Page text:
As the days of September moves closer to the change of seasons at 00:03 hrs eastern on the 23rd, darkness creeps in earlier and earlier. After the 23rd, the hours of darkness will trump daylight hours. Here in Canada, the comfortable nights are coming to an end as the winter winds are only a couple of months away. Until then we have a good number of targets to nail down – so let’s get started.
This month we will focus on some of the Northern constellations. One of the most famous other than Ursa Major is the great “W” of Cassiopeia the Queen. Well up in the north east after sunset, this area plays host to numerous star clusters and other objects. We start our journey with NGC 281. The Pacman Nebula lies about 1.5 degrees east of Alpha Cass. This 7th magnitude object is a combination of a nebulous cloud and a star cluster. The Pacman is also home to many great Bok globules.
Next move over to NGC 457, the splendid group of stars. Termed as young, the ET Cluster’s 60 members take on the resemblance of one of the Double Cluster groups. Its brightest member is a red supergiant star, glowing at magnitude 8.6. The entire cluster lies some 9,000 light years (ly) from us. About a moon’s width north is the cluster NGC 436 – another rich grouping of suns.
As we move to the top of the great W, we come across M52. This scattered peppering of stars is estimated at 5,000 ly away and about 19 ly across itself, M52 dubbed the Scorpion is one of Charles Messier’s original discoveries. To locate this open cluster, draw a line from Alpha to Beta Cass and continue a little more than the two star separation.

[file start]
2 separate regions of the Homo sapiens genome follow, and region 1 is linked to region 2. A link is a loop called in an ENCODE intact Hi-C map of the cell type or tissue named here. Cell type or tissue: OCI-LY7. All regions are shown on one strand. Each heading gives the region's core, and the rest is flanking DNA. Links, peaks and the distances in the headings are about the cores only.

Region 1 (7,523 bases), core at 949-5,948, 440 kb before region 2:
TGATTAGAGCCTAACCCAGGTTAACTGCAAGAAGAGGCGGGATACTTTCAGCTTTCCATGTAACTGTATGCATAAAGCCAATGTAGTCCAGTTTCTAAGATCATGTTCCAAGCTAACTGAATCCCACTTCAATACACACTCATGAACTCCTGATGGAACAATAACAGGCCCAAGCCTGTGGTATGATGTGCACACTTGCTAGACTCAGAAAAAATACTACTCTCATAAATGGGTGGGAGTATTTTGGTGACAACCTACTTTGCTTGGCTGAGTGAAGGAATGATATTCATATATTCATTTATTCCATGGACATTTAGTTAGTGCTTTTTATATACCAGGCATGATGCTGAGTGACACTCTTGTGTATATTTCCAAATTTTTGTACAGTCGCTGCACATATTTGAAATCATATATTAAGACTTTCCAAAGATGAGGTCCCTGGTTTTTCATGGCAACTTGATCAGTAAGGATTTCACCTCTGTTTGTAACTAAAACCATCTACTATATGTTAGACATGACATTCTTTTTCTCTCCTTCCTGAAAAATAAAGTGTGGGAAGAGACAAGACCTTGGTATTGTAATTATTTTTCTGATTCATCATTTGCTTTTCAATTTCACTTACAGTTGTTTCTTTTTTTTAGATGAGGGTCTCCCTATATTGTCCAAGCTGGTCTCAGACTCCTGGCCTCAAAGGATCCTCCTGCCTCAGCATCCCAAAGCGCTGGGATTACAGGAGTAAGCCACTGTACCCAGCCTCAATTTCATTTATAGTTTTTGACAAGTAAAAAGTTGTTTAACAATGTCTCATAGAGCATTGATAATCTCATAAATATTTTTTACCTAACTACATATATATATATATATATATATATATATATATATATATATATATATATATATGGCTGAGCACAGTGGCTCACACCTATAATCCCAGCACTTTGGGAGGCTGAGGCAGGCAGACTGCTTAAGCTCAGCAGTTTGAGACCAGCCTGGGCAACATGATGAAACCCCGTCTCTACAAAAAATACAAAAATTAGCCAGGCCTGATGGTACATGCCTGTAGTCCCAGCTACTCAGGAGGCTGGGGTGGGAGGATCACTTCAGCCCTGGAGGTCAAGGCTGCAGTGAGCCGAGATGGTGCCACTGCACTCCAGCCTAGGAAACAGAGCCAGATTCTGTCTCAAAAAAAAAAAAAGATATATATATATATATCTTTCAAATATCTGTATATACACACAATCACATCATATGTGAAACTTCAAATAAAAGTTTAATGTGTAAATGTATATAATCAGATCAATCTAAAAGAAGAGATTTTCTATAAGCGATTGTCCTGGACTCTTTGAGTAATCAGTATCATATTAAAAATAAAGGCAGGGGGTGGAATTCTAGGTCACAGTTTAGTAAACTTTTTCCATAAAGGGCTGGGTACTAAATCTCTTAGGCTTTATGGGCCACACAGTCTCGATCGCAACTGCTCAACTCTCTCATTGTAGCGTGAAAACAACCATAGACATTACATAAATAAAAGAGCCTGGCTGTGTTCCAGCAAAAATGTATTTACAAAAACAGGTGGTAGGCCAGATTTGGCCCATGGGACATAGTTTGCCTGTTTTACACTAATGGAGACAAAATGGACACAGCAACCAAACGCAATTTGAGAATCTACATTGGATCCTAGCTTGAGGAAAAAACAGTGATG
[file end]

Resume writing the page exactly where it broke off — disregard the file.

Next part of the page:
A little to the north-east of M52, we come across a splash of light from the Bubble Nebula. NGC 7635 is about 11,000 ly from us with the bubble being the result of stellar winds blown from the nearby star.
Next we will look at the smaller version of M27. Catalogued as M76, it is widely known as the Little Dumbell. At a mere 3,400 ly, it only glows at a faint 10.1 magnitude. Strangely, this object has two NGCs associated with it. The main catalogue number is NGC 650, while NGC 651 is the eastern part of the nebula.
Cassiopeia is not only home to a wrath of open clusters but does harbour a couple of galaxies. I am speaking about NGC 147 and 185. Both are close to the 9.2 magnitude range and listed a few million light years away, they do sport different orientations. NGC 147 is an elongated structure, difficult to see except with averted vision, while NGC 185 is an E2 elliptical type.
Moving to the constellation Andromeda, we start off with the most observed and photographed galaxy – M31. At a mere 2.9 million ly, the mighty Andromeda Galaxy can be glimpsed naked eye from dark sky locations. Although it spans about three degrees of sky (six full moons), the unaided eye will only pick up the inner, brighter concentration. Any telescope will reveal its majestic structure and two satellite galaxies (M32 and M110) as well as the NGC 206 star cloud, but large telescopes and a detailed chart with the actual plates under index 1 and 2. These charts will allow you to spot globular clusters in M31. I have picked up a few of these with my 12.5 inch dobsonian telescope years ago.